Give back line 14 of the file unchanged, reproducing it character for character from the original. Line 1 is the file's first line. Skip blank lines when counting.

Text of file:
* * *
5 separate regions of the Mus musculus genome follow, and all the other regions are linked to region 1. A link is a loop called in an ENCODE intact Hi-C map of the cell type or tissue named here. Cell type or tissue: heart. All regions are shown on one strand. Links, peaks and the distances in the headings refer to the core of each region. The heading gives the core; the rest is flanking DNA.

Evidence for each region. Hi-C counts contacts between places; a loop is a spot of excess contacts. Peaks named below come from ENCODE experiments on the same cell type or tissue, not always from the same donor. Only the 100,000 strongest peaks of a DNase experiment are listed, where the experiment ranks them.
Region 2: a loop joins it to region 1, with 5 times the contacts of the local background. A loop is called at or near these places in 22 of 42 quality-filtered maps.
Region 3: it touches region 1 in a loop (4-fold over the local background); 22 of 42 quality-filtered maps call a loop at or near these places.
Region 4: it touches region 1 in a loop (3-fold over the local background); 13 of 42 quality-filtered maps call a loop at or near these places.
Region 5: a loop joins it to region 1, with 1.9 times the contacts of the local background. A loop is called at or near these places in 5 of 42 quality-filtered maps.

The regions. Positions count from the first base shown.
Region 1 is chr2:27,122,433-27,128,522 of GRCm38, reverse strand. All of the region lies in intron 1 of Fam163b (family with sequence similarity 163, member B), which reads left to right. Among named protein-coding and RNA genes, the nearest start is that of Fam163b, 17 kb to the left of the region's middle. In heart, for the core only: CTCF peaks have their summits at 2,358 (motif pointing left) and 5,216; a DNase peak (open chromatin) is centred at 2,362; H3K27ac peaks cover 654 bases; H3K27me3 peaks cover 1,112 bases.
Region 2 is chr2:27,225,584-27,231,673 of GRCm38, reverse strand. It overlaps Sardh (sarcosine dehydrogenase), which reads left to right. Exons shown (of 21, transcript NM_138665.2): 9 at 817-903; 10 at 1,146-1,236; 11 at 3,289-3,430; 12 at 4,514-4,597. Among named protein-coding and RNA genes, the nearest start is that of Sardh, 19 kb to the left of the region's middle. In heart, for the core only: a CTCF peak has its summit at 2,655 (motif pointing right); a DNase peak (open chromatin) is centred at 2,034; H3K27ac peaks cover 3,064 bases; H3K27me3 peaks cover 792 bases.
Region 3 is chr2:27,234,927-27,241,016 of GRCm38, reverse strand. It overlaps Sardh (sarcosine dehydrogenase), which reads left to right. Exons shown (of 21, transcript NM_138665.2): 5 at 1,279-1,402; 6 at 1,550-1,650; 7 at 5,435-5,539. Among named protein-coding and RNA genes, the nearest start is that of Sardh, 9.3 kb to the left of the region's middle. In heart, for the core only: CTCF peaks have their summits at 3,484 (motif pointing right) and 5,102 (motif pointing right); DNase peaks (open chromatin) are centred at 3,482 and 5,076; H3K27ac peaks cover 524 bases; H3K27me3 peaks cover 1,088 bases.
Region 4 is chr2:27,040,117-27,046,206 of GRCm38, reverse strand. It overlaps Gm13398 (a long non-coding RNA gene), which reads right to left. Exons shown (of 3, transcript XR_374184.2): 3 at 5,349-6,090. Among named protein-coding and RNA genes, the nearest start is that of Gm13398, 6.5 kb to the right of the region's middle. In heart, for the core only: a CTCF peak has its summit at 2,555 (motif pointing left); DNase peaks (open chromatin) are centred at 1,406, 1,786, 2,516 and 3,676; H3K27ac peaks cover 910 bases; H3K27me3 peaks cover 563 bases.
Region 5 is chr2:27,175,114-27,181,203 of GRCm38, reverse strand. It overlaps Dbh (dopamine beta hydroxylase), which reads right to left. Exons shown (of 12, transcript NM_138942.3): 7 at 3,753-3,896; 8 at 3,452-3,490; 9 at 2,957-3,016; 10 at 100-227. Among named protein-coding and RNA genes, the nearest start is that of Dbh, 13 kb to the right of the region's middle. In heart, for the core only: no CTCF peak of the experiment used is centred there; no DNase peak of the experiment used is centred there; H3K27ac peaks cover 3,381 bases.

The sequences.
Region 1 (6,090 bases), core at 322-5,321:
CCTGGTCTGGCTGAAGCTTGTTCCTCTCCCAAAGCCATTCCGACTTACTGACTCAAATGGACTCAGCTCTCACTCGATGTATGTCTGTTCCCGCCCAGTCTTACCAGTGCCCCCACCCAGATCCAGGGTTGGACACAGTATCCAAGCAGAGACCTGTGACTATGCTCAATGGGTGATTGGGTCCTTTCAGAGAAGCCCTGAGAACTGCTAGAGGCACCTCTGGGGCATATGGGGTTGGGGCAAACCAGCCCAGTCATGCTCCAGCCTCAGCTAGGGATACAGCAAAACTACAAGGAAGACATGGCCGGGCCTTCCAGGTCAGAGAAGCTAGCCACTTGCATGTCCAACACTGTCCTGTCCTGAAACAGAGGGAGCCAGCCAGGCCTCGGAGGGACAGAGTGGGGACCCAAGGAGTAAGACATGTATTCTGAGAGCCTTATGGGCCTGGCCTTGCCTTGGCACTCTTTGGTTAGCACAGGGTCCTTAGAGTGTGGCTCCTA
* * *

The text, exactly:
Region 1 (6,090 bases), core at 322-5,321: